2. Jeffrey referred to “two long conversations” with Monroe, which he recorded in his journal. They focused primarily on the problem of impressment, with Jeffrey defending the principle and Monroe decrying it on the grounds that its practice would inevitably entail abuses. Both men proposed solutions but were unable to agree on their efficacy.
3. For Adm. Sir John Borlase Warren’s offer to facilitate an armistice in the autumn of 1812, see PJM-PS, description begins Robert A. Rutland et al., eds., The Papers of James Madison: Presidential Series (7 vols. to date; Charlottesville, Va., 1984–). description ends 5:385 n. 2.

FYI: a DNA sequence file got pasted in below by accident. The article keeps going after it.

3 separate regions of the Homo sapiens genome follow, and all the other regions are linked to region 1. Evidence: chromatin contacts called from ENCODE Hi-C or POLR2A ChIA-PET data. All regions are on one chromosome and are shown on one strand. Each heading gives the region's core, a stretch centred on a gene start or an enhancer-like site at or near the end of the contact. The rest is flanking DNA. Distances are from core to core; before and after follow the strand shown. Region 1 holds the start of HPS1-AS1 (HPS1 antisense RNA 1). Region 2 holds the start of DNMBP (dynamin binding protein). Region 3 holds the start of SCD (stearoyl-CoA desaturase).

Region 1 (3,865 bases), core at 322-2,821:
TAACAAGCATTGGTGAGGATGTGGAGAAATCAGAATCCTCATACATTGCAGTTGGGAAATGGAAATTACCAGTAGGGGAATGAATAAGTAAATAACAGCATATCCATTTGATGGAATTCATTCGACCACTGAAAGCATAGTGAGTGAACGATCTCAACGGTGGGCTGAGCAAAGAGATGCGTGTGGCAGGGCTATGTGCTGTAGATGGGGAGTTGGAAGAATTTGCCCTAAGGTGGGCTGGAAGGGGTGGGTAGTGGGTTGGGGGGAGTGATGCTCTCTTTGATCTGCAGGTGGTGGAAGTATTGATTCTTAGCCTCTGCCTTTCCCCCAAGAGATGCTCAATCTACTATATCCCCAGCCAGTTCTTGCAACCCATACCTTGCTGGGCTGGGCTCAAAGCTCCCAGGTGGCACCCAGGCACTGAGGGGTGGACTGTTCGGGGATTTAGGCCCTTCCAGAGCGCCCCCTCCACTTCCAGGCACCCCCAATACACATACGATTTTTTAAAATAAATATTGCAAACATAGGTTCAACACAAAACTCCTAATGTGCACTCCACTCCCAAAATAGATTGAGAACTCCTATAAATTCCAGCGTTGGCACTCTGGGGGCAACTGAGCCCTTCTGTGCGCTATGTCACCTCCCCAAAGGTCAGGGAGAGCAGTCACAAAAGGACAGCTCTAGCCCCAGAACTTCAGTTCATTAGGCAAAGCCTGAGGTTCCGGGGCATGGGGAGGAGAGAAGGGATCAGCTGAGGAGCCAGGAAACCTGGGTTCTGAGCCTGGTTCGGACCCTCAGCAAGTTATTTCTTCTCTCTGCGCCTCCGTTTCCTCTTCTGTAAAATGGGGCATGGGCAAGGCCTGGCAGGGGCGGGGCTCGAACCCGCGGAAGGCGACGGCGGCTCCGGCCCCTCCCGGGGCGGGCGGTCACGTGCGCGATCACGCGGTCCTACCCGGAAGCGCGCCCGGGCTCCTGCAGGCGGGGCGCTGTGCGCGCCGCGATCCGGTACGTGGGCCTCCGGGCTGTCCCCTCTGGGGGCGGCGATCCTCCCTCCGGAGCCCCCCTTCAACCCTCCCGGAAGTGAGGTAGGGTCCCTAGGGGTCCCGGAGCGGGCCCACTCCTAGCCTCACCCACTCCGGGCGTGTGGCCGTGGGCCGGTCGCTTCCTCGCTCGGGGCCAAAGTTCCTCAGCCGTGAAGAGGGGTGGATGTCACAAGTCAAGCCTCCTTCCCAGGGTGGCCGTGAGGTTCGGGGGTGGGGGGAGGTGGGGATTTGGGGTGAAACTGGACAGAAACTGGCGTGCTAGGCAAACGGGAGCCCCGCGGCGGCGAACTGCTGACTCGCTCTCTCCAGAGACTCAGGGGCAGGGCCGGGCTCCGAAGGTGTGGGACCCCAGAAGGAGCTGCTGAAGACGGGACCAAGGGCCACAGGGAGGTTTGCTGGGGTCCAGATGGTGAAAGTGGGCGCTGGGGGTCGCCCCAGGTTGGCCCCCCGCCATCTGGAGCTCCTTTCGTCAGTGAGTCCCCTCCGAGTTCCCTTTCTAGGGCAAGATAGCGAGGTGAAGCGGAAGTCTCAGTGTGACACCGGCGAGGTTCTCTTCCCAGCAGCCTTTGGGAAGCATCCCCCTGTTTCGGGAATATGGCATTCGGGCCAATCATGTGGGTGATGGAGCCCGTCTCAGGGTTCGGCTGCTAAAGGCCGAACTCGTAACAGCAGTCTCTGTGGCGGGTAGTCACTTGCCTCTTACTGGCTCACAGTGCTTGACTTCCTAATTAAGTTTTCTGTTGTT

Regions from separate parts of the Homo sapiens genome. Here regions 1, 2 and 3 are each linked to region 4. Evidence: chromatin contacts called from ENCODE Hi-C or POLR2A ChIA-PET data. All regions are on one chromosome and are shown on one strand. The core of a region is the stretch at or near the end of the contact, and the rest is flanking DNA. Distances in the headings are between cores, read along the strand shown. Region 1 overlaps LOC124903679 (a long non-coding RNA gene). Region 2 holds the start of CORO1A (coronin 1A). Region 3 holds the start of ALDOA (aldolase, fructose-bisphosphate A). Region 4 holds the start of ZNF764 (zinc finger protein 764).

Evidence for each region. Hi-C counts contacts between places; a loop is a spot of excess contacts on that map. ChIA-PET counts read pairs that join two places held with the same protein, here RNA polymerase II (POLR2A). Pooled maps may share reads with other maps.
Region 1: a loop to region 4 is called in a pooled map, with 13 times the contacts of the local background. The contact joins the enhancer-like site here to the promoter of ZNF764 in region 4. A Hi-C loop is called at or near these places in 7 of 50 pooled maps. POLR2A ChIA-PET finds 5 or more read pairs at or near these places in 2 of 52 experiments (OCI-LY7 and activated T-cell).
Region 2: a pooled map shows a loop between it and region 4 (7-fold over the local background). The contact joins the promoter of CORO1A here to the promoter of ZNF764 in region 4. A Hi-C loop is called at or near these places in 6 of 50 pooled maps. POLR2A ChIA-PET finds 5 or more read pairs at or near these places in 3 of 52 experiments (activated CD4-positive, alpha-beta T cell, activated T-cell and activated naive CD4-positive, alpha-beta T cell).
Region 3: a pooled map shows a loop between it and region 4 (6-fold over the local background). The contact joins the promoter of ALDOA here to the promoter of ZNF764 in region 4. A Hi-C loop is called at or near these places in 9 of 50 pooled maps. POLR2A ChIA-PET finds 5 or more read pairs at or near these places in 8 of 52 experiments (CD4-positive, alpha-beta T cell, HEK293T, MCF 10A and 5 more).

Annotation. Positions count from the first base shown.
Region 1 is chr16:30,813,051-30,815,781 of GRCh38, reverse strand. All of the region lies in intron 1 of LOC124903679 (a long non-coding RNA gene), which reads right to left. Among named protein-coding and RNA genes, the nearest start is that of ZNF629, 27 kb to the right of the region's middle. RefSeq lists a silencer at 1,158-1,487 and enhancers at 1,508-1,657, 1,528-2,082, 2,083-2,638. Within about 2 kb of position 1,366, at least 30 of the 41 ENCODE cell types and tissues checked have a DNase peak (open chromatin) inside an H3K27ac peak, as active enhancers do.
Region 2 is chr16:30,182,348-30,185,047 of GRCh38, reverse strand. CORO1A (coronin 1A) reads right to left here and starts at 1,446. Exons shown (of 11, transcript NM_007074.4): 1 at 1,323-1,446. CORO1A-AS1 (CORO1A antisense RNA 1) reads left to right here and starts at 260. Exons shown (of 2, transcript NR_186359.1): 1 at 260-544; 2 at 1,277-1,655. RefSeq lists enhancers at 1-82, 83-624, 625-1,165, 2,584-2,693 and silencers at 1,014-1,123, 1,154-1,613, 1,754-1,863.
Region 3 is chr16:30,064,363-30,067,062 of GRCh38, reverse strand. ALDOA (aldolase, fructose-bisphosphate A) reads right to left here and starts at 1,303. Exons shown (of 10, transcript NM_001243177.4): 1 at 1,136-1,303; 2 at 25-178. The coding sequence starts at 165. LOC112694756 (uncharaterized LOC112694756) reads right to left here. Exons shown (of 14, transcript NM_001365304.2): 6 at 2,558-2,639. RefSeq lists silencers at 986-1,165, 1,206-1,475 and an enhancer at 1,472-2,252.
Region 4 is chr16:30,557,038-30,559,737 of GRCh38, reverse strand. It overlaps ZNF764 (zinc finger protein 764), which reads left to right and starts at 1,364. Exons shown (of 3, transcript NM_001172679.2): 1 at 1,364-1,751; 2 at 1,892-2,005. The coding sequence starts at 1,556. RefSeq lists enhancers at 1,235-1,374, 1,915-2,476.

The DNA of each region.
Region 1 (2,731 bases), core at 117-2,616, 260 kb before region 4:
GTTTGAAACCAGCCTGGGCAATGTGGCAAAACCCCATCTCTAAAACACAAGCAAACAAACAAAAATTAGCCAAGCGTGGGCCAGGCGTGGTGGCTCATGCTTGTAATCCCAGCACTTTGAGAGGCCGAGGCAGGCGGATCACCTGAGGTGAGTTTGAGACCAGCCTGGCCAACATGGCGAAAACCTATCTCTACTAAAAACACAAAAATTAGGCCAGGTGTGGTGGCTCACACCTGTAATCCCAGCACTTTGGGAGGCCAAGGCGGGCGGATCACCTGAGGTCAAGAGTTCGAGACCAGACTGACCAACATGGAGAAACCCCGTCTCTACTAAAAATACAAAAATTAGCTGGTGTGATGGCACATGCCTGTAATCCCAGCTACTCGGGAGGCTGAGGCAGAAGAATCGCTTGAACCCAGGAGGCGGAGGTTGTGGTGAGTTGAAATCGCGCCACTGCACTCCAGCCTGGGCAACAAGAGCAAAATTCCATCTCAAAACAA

4. George Rose, special envoy of the British government to discuss reparations for the 22 June 1807 attack by the British ship Leopard on the Chesapeake, arrived in Washington in January 1808. For several weeks he and JM discussed the matter informally, endeavoring to establish a basis for negotiation consistent with both Rose’s instructions and U.S. requirements. They reached an apparent agreement, but Rose then revealed additional inflexible conditions that, had they been known at the outset, would have ended the talks immediately. He was soon on his way back to England (PJM-PS, description begins Robert A. Rutland et al., eds., The Papers of James Madison: Presidential Series (7 vols. to date; Charlottesville, Va., 1984–). description ends 4:503 n. 7; Brant, Madison, description begins Irving Brant, James Madison (6 vols.; Indianapolis, 1941–61). description ends 4:380–81, 404–16).